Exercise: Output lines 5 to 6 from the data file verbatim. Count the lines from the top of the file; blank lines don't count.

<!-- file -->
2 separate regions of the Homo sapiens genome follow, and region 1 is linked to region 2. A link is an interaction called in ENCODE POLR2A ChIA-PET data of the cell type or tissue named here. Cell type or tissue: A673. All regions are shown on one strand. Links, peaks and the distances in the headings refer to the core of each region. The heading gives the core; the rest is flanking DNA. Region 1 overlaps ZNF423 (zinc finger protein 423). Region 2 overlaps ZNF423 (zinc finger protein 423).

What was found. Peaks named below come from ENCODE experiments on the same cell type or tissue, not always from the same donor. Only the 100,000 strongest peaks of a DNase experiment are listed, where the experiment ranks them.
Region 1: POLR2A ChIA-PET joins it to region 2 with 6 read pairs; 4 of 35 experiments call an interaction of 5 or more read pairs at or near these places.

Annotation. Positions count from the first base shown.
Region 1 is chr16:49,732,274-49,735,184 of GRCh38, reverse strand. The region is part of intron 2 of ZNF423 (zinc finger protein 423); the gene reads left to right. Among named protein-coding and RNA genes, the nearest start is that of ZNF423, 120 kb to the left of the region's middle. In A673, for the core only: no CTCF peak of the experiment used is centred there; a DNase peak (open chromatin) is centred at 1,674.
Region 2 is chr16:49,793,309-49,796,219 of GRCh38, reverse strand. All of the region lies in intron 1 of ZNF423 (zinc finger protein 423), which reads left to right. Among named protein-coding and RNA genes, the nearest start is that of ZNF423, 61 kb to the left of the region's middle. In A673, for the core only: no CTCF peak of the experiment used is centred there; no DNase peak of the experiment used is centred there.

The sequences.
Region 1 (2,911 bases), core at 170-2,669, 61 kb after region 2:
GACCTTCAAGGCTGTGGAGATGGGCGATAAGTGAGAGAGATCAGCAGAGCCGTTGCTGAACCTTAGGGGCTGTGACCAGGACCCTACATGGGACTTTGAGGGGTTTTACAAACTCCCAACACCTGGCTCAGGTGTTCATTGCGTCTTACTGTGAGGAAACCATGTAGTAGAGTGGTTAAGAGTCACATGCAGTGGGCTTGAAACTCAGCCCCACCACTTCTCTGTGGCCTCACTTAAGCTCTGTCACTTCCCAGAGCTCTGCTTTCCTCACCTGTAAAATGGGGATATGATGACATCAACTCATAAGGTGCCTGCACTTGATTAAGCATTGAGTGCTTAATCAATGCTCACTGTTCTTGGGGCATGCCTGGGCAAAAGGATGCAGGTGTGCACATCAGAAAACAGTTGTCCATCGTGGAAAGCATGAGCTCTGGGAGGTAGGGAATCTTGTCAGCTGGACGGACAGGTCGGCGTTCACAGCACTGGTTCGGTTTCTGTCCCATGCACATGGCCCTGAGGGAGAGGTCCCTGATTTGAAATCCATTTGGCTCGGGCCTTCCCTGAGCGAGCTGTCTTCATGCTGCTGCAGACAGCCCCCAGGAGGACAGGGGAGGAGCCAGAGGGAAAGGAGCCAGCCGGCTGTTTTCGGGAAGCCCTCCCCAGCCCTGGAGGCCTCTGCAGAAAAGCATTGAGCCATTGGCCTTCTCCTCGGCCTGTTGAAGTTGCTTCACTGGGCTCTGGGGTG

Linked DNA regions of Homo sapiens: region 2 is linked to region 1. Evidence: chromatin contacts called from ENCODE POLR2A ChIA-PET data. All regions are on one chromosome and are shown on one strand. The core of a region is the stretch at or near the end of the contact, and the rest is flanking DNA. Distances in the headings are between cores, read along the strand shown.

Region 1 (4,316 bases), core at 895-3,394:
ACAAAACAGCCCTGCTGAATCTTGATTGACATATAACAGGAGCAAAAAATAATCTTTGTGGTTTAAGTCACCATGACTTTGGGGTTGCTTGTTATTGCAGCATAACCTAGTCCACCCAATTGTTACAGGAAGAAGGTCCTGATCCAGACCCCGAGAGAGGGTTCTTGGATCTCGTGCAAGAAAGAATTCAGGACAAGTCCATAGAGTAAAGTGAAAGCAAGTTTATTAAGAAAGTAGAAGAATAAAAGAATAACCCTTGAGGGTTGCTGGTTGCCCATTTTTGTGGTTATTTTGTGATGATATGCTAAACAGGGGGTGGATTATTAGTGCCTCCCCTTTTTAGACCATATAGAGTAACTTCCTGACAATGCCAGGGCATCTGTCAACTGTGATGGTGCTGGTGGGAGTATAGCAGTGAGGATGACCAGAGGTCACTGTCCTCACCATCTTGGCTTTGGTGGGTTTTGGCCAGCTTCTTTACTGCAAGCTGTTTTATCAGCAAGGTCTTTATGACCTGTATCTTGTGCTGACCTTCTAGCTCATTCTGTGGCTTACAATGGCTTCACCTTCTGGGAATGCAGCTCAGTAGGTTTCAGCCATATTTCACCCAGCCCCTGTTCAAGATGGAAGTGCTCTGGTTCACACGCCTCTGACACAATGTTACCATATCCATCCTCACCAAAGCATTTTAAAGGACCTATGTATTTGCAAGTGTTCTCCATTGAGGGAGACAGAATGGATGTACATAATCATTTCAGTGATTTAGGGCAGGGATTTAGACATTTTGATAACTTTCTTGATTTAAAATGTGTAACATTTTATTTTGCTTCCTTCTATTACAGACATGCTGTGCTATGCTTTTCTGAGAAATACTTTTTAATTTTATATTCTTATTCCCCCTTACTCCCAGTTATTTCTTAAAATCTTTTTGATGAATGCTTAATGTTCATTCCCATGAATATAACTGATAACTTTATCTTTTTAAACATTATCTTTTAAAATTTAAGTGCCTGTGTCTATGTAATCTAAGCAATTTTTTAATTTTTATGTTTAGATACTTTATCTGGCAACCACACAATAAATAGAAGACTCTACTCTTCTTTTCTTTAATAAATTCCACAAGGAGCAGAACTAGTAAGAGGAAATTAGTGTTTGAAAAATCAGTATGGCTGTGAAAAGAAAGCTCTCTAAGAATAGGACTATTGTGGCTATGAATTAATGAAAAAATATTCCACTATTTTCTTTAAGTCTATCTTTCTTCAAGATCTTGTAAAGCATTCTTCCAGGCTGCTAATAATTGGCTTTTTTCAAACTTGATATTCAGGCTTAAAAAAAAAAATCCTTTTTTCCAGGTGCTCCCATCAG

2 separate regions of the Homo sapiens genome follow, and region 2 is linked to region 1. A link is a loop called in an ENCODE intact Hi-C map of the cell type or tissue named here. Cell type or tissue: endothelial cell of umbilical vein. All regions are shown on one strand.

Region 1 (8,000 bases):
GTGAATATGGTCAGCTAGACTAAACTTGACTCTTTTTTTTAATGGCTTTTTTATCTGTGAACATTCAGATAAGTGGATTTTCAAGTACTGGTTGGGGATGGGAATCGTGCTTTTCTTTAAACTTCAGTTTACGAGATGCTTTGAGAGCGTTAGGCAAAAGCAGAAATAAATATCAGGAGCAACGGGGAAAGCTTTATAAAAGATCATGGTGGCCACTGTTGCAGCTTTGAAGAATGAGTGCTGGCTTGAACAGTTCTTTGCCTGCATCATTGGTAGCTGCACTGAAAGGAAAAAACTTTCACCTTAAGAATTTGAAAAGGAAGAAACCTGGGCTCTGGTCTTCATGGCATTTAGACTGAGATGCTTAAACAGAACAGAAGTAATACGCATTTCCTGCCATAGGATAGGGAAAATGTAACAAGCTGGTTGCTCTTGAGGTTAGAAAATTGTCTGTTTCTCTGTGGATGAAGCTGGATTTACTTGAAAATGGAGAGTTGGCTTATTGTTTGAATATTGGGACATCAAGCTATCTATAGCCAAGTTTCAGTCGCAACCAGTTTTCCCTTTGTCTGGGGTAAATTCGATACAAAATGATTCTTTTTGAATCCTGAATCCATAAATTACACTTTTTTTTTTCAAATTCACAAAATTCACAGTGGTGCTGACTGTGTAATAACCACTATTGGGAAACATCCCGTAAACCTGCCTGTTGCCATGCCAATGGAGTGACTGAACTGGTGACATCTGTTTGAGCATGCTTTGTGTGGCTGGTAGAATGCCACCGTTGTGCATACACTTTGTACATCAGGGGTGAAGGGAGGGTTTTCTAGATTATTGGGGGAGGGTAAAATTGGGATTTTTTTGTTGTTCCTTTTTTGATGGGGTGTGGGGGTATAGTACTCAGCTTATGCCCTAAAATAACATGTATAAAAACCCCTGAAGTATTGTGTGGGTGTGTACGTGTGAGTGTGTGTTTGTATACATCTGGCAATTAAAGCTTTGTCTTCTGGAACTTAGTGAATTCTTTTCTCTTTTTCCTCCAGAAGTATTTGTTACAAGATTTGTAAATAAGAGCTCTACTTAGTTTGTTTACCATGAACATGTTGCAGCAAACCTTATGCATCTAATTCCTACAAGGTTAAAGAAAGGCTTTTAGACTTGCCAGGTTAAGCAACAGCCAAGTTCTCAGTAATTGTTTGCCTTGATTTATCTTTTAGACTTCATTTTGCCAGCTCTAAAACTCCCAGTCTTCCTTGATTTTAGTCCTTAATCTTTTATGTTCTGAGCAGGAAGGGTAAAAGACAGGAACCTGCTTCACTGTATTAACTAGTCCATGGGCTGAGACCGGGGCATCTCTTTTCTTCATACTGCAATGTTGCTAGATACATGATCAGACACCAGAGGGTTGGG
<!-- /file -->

Region 1 is chr16:49,732,274-49,735,184 of GRCh38, reverse strand. The region is part of intron 2 of ZNF423 (zinc finger protein 423); the gene reads left to right. Among named protein-coding and RNA genes, the nearest start is that of ZNF423, 120 kb to the left of the region's middle. In A673, for the core only: no CTCF peak of the experiment used is centred there; a DNase peak (open chromatin) is centred at 1,674.
Region 2 is chr16:49,793,309-49,796,219 of GRCh38, reverse strand. All of the region lies in intron 1 of ZNF423 (zinc finger protein 423), which reads left to right. Among named protein-coding and RNA genes, the nearest start is that of ZNF423, 61 kb to the left of the region's middle. In A673, for the core only: no CTCF peak of the experiment used is centred there; no DNase peak of the experiment used is centred there.